There were several major announcements in the field of astronomy this month, but two stood out in particular.
On February 22, NASA announced the discovery of seven Earth-sized planets orbiting a star known as TRAPPIST-1, located at a relatively close 40 light years away. Exoplanets are discovered fairly often these days, but three of these planets are orbiting in the elusive habitable zone, setting the record for the number of potentially habitable planets in one system.
Now, obviously “in the habitable zone” doesn’t mean that a planet has life, or even that it’s necessarily habitable at all. Just that it has the potential for this. Mars is technically in the habitable zone of our solar system, but unless it undergoes some pretty drastic changes you’ll never be able to walk on it without a spacesuit.
As I’ve explained in another blog, finding a planet in a star’s habitable zone just fulfills one more factor in the Drake Equation.
But even if these planets were habitable oases, filled with lush forests and fresh water, 40 light years is impossibly far away right now. It took the New Horizon’s spacecraft 9.5 years to reach Pluto, traveling at a constant velocity of 27,000 miles per hour. Even assuming that a human could travel at space shuttle speeds for unlimited amounts of time without stopping, the trip would take 25 years. And Pluto is only 7.4 light hours away from the Earth at the furthest point in its orbit.
This is where we come to the second astronomy headline: some scientists have proposed a plan to put a probe around one of the planets of our nearest cosmic neighbor, Proxima Centauri, a relatively close 4.24 light years away.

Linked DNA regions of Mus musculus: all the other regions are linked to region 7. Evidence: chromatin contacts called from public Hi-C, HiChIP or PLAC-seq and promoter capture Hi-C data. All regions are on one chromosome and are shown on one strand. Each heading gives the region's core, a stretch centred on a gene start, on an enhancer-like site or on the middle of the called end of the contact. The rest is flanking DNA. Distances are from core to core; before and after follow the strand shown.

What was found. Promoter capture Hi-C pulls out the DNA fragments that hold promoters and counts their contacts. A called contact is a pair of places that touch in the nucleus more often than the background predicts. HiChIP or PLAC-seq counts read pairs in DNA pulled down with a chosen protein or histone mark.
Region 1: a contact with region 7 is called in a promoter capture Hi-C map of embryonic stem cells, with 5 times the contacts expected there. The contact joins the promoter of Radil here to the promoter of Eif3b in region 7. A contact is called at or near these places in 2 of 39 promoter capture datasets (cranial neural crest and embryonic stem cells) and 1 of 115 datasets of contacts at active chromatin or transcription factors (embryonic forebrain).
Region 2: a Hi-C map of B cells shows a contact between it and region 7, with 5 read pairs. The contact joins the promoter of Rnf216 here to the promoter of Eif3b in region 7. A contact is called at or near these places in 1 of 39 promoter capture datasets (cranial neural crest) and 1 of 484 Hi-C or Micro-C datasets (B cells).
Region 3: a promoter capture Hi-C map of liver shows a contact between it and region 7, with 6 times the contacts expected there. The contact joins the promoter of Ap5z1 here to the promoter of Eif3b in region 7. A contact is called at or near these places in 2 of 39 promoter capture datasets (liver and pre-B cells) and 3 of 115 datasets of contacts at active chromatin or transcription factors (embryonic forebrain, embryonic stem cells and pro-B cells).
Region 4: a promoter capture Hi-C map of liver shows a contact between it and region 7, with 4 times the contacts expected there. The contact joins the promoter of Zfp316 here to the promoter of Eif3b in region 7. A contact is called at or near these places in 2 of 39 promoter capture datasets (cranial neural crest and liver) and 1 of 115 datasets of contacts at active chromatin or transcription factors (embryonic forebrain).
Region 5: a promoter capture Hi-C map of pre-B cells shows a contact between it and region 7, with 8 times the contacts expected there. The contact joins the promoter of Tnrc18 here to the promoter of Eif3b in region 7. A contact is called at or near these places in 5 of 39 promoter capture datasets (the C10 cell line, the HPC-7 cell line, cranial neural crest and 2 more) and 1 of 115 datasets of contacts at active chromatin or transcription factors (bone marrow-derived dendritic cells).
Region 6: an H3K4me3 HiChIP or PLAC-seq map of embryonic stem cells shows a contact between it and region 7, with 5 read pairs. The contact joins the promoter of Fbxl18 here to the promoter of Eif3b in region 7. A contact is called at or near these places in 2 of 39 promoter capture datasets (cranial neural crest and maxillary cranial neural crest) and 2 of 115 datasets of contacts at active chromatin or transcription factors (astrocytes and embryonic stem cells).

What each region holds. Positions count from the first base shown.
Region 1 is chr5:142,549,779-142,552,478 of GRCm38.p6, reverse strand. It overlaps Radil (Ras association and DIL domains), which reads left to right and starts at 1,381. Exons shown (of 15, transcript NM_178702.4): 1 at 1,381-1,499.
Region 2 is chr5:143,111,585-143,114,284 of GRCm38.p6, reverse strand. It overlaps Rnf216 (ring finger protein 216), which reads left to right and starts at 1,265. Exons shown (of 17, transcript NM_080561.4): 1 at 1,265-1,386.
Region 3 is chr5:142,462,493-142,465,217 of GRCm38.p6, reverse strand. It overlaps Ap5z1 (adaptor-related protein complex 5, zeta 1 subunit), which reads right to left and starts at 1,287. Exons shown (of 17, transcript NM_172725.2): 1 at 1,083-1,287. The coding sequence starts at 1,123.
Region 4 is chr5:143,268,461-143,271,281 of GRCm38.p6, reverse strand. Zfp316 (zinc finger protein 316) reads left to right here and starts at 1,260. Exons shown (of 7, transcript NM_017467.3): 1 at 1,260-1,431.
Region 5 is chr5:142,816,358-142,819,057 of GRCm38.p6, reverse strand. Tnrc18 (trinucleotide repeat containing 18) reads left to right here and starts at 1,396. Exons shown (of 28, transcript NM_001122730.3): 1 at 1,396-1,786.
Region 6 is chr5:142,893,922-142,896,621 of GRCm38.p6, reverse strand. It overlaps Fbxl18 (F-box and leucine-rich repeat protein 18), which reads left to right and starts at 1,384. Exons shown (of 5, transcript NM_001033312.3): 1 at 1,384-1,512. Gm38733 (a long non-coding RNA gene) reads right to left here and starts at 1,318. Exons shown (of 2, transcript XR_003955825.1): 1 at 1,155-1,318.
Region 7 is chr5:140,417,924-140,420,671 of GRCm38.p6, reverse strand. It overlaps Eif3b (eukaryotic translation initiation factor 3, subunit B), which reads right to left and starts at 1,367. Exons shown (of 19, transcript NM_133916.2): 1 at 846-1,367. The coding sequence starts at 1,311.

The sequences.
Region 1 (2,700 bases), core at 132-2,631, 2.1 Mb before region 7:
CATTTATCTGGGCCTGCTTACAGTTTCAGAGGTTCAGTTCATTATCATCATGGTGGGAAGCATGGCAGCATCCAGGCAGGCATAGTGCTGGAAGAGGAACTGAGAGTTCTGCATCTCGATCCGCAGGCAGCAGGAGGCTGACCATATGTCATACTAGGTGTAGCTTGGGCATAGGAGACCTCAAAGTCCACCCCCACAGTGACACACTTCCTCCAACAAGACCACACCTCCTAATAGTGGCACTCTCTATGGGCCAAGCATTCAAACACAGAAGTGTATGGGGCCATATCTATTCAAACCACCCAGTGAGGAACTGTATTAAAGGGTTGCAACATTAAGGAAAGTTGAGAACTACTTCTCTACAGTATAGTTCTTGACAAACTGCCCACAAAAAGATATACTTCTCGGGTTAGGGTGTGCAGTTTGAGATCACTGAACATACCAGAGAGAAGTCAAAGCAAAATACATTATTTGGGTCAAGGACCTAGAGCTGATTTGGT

Last year, Stephen Hawking had proposed a similar plan, but it had one major “flaw.” In order to reach the star within a reasonable time frame (20 years), a probe would be have to be traveling so quickly that it wouldn’t be in the star system longer than a few minutes. But a new plan, proposed by astrophysicists Michael Hippke and René Heller, could slow a probe down long enough to put it in orbit around one of the three stars in that system. Unfortunately, slowing the probe down enough to get it in orbit will tack on so much time to the trip that nobody working on it will be able to see it through. With the new plan, it would take 95 years for the probe to reach the first star, and 46 more to reach its final destination — not to mention that the technology to propel the probe that far still needs to be developed.
You can read more about this plan here:
And you can watch a video by NASA’s Jet Propulsion Laboratory on the TRAPPIST-1 discovery here: